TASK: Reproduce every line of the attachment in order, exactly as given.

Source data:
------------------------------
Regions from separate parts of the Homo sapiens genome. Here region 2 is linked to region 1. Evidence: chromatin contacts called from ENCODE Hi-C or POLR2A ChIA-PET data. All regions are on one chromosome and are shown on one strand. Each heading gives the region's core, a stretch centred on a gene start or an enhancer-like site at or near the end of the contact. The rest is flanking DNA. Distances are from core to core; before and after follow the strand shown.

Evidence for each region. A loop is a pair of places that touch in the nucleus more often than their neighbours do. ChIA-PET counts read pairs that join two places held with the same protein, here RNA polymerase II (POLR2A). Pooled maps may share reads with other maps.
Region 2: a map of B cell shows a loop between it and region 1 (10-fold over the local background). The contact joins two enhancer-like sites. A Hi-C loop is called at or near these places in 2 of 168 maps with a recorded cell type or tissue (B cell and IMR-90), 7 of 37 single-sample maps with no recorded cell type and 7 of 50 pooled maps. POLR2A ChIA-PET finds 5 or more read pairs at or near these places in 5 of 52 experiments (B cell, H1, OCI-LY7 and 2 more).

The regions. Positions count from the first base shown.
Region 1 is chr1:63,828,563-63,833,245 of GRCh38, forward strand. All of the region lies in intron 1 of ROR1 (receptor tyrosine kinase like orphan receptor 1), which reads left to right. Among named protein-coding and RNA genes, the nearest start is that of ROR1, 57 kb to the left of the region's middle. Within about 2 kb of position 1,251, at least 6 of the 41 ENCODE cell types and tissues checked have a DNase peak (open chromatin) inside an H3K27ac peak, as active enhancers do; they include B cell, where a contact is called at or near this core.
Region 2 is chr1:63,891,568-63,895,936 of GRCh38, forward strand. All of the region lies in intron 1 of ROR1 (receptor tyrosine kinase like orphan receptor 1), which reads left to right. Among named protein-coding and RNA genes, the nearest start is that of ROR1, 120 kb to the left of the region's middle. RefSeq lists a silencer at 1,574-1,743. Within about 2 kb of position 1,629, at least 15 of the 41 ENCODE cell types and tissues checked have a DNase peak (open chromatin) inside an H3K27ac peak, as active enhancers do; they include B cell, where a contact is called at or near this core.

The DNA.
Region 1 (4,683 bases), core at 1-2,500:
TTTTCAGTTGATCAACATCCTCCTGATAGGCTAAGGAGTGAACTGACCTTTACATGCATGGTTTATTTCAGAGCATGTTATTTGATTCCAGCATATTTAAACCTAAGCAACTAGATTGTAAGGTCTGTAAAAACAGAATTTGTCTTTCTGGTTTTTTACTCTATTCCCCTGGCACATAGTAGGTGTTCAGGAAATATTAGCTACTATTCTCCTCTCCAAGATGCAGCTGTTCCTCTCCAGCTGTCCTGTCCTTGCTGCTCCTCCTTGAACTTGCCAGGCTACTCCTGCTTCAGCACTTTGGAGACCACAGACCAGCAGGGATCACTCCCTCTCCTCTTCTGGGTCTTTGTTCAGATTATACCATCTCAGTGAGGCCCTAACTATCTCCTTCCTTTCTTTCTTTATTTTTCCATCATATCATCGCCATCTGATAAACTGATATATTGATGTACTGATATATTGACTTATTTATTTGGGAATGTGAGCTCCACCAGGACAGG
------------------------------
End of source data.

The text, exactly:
Regions from separate parts of the Homo sapiens genome. Here region 2 is linked to region 1. Evidence: chromatin contacts called from ENCODE Hi-C or POLR2A ChIA-PET data. All regions are on one chromosome and are shown on one strand. Each heading gives the region's core, a stretch centred on a gene start or an enhancer-like site at or near the end of the contact. The rest is flanking DNA. Distances are from core to core; before and after follow the strand shown.

Evidence for each region. A loop is a pair of places that touch in the nucleus more often than their neighbours do. ChIA-PET counts read pairs that join two places held with the same protein, here RNA polymerase II (POLR2A). Pooled maps may share reads with other maps.
Region 2: a map of B cell shows a loop between it and region 1 (10-fold over the local background). The contact joins two enhancer-like sites. A Hi-C loop is called at or near these places in 2 of 168 maps with a recorded cell type or tissue (B cell and IMR-90), 7 of 37 single-sample maps with no recorded cell type and 7 of 50 pooled maps. POLR2A ChIA-PET finds 5 or more read pairs at or near these places in 5 of 52 experiments (B cell, H1, OCI-LY7 and 2 more).

The regions. Positions count from the first base shown.
Region 1 is chr1:63,828,563-63,833,245 of GRCh38, forward strand. All of the region lies in intron 1 of ROR1 (receptor tyrosine kinase like orphan receptor 1), which reads left to right. Among named protein-coding and RNA genes, the nearest start is that of ROR1, 57 kb to the left of the region's middle. Within about 2 kb of position 1,251, at least 6 of the 41 ENCODE cell types and tissues checked have a DNase peak (open chromatin) inside an H3K27ac peak, as active enhancers do; they include B cell, where a contact is called at or near this core.
Region 2 is chr1:63,891,568-63,895,936 of GRCh38, forward strand. All of the region lies in intron 1 of ROR1 (receptor tyrosine kinase like orphan receptor 1), which reads left to right. Among named protein-coding and RNA genes, the nearest start is that of ROR1, 120 kb to the left of the region's middle. RefSeq lists a silencer at 1,574-1,743. Within about 2 kb of position 1,629, at least 15 of the 41 ENCODE cell types and tissues checked have a DNase peak (open chromatin) inside an H3K27ac peak, as active enhancers do; they include B cell, where a contact is called at or near this core.

The DNA.
Region 1 (4,683 bases), core at 1-2,500:
TTTTCAGTTGATCAACATCCTCCTGATAGGCTAAGGAGTGAACTGACCTTTACATGCATGGTTTATTTCAGAGCATGTTATTTGATTCCAGCATATTTAAACCTAAGCAACTAGATTGTAAGGTCTGTAAAAACAGAATTTGTCTTTCTGGTTTTTTACTCTATTCCCCTGGCACATAGTAGGTGTTCAGGAAATATTAGCTACTATTCTCCTCTCCAAGATGCAGCTGTTCCTCTCCAGCTGTCCTGTCCTTGCTGCTCCTCCTTGAACTTGCCAGGCTACTCCTGCTTCAGCACTTTGGAGACCACAGACCAGCAGGGATCACTCCCTCTCCTCTTCTGGGTCTTTGTTCAGATTATACCATCTCAGTGAGGCCCTAACTATCTCCTTCCTTTCTTTCTTTATTTTTCCATCATATCATCGCCATCTGATAAACTGATATATTGATGTACTGATATATTGACTTATTTATTTGGGAATGTGAGCTCCACCAGGACAGG